In the glory days of Trans Am racing, great drivers like Sam Posey and Mark Donohue plied the racetracks of America in some of the most exciting production-based cars ever built. Ford trotted out the Boss 302, GM had the Camaro Z-28, and not to be left out, Plymouth muscled up the Barracuda to create the ‘Cuda. Carroll Shelby’s Mustangs had won the 5.0-liter class of the SCCA Trans-American Championship for Manufacturers in 1966 and 1967, and the Camaros took the trophy in 1968 and 1969, and Chrysler wanted a slice of the pie.
With hopes of breaking the Big Two’s lock, Plymouth hired Dan Gurney’s All American Racers in Santa Ana, Calif., to build a Trans-Am ‘Cuda. It was more than competitive, winning it’s fair share of races. For 1970, Plymouth decided to honor those achievements on the track with a dealer-only street car option called the AAR, which stands for All-American Racers. The result was the 1970 Plymouth AAR ‘Cuda, Plymouth’s factory built race car. Has there ever been a more in-your-face vehicle built in North America? Three carburetors, fiberglass hood and spoiler, side exit exhaust and eye popping graphics make the Plymouth AAR ‘Cuda impossible to ignore.
You could not miss the differences between an AAR and a regular Barracuda on the street – starting with paint colors like the Sublime Green on this car – and some aggressive “strobe light” graphics in flat black to match the fiberglass hood. The eyebrow spoilers up front match the molded spoiler out back, giving the car a purposeful stance. The exhaust tips poking out from in front of the rear BF Goodrich Radial TA’s are another clue that an AAR ‘Cuda means business.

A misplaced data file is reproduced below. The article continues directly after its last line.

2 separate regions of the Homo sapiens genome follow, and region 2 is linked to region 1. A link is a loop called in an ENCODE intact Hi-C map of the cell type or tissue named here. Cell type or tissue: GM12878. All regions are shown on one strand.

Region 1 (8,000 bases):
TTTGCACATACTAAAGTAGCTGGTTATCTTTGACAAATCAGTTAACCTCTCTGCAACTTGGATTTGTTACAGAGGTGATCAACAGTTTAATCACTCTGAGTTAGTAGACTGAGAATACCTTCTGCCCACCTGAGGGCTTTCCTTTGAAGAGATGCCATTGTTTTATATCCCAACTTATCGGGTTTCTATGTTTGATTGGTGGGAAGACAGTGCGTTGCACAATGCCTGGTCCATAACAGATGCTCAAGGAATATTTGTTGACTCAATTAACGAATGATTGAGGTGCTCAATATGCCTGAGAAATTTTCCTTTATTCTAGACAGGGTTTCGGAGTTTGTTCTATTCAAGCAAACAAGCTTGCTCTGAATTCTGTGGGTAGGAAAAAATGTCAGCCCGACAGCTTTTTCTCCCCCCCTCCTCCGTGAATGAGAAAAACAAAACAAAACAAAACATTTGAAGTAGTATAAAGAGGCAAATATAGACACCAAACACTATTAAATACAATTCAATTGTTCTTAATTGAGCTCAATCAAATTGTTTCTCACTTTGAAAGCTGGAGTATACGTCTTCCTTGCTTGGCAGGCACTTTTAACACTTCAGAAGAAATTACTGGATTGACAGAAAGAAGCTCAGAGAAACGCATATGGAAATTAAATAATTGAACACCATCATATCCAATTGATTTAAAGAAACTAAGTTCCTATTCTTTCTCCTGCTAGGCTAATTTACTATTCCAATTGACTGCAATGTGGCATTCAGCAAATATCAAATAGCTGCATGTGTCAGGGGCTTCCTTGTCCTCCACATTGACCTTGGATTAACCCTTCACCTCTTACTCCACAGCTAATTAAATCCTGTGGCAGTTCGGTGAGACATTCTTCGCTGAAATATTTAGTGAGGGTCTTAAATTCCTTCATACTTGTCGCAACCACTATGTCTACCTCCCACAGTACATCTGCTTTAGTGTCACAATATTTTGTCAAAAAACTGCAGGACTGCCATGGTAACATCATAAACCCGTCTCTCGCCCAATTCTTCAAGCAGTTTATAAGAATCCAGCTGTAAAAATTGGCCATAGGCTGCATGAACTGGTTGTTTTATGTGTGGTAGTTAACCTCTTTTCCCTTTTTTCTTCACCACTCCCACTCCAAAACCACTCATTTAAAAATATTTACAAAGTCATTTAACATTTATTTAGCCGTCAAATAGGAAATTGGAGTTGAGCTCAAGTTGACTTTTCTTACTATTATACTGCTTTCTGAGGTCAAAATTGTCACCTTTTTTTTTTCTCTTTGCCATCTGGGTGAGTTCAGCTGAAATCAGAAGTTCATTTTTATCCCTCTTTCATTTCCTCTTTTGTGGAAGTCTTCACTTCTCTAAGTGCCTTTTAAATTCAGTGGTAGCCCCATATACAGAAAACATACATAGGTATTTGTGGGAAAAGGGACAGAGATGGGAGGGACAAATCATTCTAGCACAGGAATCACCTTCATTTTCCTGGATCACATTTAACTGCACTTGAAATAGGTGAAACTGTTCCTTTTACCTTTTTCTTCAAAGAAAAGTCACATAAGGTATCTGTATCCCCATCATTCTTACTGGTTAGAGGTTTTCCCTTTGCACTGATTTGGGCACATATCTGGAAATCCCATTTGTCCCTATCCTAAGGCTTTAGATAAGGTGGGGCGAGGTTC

Pop the hood pins, and the 340 V-8 greets you with the Six Pack option that breathe through the functional hood scoop. This example is a numbers matching car with a thorough restoration, right down to the hoses, clamps, screws, and markings. The owner reports this ‘Cuda was done on a rotisserie with incredible attention to originality, and I can testify that it sounds fantastic and chirps the tires in any gear.
The 2,727 AAR ‘Cudas built for the street featured the same block and offset-pushrod heads, but without the bigger ports. Still, with the full 340 cubic inches, three two-barrel Holleys on an Edelbrock aluminum manifold and low-restriction, side-exit exhaust, the street mill made 290 hp at 5000 rpm and 345 lb ft of torque at 3400. The street car packed heavy-duty springs, power front disc brakes, a four-speed transmission and an 8.75-inch Sure-Grip axle. Exterior identification included a remote control racing mirror and the racing spoilers. Plymouth priced the ‘Cuda at $3,966, and named it AAR in honor of Gurney’s operation.
Inside, the optional wood grain steering wheel sets up a clean dash, with the basic black vinyl bench seat interior. In fact, there’s not much but plastic and paper wood in the interior of this car, but if that’s a problem, you’ve missed the point. These were light and very competitive cars in their day, and one-year-only production makes them a special find. By 1971, the entire Trans Am program was collapsing, so with nothing left to honor, the ‘Cuda’s days were numbered.
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